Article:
Green Library
Book
2, 150 p. : folded map ; 19 cm.
SAL1&2 (on-campus shelving)
Book
viii, 223 pages, 8 unnumbered pages of plates : illustrations ; 24 cm
  • America's 1848 : Republican spirits in revolt
  • The soul of a republic
  • Free Democrats to the Republicans : radical spiritualists and the antislavery insurgency
  • The mystical union : the Republican medium of the national destiny
  • Father Abraham : president Lincoln and the spirit of the Union
  • The promise of a republic
  • Liberty : toward a rational spirit of freedom
  • Equality : race and gender
  • Fraternity : reconstructing a movement and the nation
  • Long shadows : the legacies of Civil War-era spiritualism.
Often dismissed as a nineteenth-century curiosity, spiritualism influenced the radical social and political movements of its time. Believers filled the ranks of the Free Democrats, agitated for land and monetary reform, fought for abolition, and held egalitarian leanings that found powerful expression in campaigns for gender and racial equality. In Free Spirits , Mark A. Lause considers spiritualism as a political and cultural force in Civil War-era America. Lause reveals the scope, spread, and influence of the movement, both in its links to reformist causes and its ability to amplify previously marginalized voices. Rooting spiritualism's appeal in the crises of the time, Lause considers how spiritualist influences, through the distillation of the war, forced reassessments of the question of Radical Republicanism and radicalism in general. He also delves into unexplored areas such as the movement's role in Lincoln's reelection and the relationship between Native Americans and spiritualists.
(source: Nielsen Book Data)9780252081750 20160912
Green Library
Book
1 online resource (308 pages) : illustrations
  • Introduction 1. Enter Sentimentality: The Origins of the Entertainment Revolution 2. Laugh and Grow Fat: Minstrelsy and Burlesque 3. Looking Through: Sentimental Aesthetics 4. The Democratization of Entertainment: The Concert Saloons 5. Any Dodge Is Fair to Raise a Good Sensation: The Danger and Promise of Sensationalism 6. Art with the Effervescence of Ginger Beer: The Creation of Vaudeville 7. Spectacle and Nostalgia on the Road: Traveling Shows Conclusion.
  • (source: Nielsen Book Data)9781501702389 20180611
Show business is today so essential to American culture it's hard to imagine a time when it was marginal. But as David Monod demonstrates, the appetite for amusements outside the home was not "natural": it developed slowly over the course of the nineteenth century. The Soul of Pleasure offers a new interpretation of how the taste for entertainment was cultivated. Monod focuses on the shifting connection between the people who built successful popular entertainments and the public who consumed them. Show people discovered that they had to adapt entertainment to the moral outlook of Americans, which they did by appealing to sentiment.The Soul of Pleasure explores several controversial forms of popular culture-minstrel acts, burlesques, and saloon variety shows-and places them in the context of changing values and perceptions. Far from challenging respectability, Monod argues that entertainments reflected and transformed the audience's ideals. In the mid-nineteenth century, sentimentality not only infused performance styles and the content of shows but also altered the expectations of the theatergoing public. Sentimental entertainment depended on sensational effects that produced surprise, horror, and even gales of laughter. After the Civil War the sensational charge became more important than the sentimental bond, and new forms of entertainment gained in popularity and provided the foundations for vaudeville, America's first mass entertainment. Ultimately, it was American entertainment's variety that would provide the true soul of pleasure.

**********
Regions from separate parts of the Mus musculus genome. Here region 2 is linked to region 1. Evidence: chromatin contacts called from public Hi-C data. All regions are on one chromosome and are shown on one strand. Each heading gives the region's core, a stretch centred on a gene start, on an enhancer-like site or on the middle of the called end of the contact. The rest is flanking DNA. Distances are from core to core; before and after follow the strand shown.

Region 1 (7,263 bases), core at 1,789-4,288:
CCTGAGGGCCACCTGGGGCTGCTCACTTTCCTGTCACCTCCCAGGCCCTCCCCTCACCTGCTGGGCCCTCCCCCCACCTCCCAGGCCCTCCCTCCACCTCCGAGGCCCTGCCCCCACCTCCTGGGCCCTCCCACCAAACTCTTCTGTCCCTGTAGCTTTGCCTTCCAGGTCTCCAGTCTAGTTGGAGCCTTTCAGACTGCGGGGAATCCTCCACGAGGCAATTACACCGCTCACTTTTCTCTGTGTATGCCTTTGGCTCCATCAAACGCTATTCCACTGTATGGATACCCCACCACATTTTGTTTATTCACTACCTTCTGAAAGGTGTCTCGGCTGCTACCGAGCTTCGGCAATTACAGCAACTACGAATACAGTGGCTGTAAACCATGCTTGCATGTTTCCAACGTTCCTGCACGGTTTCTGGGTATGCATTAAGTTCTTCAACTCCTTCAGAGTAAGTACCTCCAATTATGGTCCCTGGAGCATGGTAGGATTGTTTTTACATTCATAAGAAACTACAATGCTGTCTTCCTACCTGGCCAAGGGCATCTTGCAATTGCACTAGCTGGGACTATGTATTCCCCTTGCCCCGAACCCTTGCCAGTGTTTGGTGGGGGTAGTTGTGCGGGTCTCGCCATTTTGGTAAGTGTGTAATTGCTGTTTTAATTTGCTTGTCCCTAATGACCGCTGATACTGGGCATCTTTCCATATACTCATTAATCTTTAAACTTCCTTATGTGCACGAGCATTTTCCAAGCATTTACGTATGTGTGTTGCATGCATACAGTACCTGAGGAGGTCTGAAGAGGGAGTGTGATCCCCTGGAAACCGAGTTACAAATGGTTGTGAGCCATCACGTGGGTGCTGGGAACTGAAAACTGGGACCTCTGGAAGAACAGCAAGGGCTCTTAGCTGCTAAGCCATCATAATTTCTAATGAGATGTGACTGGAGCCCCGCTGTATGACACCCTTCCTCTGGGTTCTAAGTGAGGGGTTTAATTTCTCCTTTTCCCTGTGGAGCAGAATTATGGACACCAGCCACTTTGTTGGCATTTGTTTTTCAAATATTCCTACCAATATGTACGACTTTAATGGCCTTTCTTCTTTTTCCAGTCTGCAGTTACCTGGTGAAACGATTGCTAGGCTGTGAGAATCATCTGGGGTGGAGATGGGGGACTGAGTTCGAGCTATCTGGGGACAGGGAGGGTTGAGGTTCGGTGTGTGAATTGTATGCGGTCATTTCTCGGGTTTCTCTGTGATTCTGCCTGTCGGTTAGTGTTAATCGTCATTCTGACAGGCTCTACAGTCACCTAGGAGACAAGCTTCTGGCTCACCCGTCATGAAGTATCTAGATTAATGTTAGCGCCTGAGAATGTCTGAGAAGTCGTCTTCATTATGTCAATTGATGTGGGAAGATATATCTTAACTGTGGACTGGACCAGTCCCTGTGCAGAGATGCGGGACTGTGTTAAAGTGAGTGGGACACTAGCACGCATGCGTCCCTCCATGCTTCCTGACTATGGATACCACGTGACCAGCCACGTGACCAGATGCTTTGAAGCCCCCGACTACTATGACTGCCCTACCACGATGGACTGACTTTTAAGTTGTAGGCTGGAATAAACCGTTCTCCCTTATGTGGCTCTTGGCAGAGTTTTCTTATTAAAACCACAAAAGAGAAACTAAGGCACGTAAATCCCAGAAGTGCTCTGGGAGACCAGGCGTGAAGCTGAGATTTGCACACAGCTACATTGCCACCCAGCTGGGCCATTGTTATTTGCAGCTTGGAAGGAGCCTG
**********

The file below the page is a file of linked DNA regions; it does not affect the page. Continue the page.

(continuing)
(source: Nielsen Book Data)9781501702389 20180611
Book
x, 295 pages : illustrations ; 24 cm
  • Introduction 1. Enter Sentimentality: The Origins of the Entertainment Revolution 2. Laugh and Grow Fat: Minstrelsy and Burlesque 3. Looking Through: Sentimental Aesthetics 4. The Democratization of Entertainment: The Concert Saloons 5. Any Dodge Is Fair to Raise a Good Sensation: The Danger and Promise of Sensationalism 6. Art with the Effervescence of Ginger Beer: The Creation of Vaudeville 7. Spectacle and Nostalgia on the Road: Traveling Shows Conclusion.
  • (source: Nielsen Book Data)9781501702389 20180611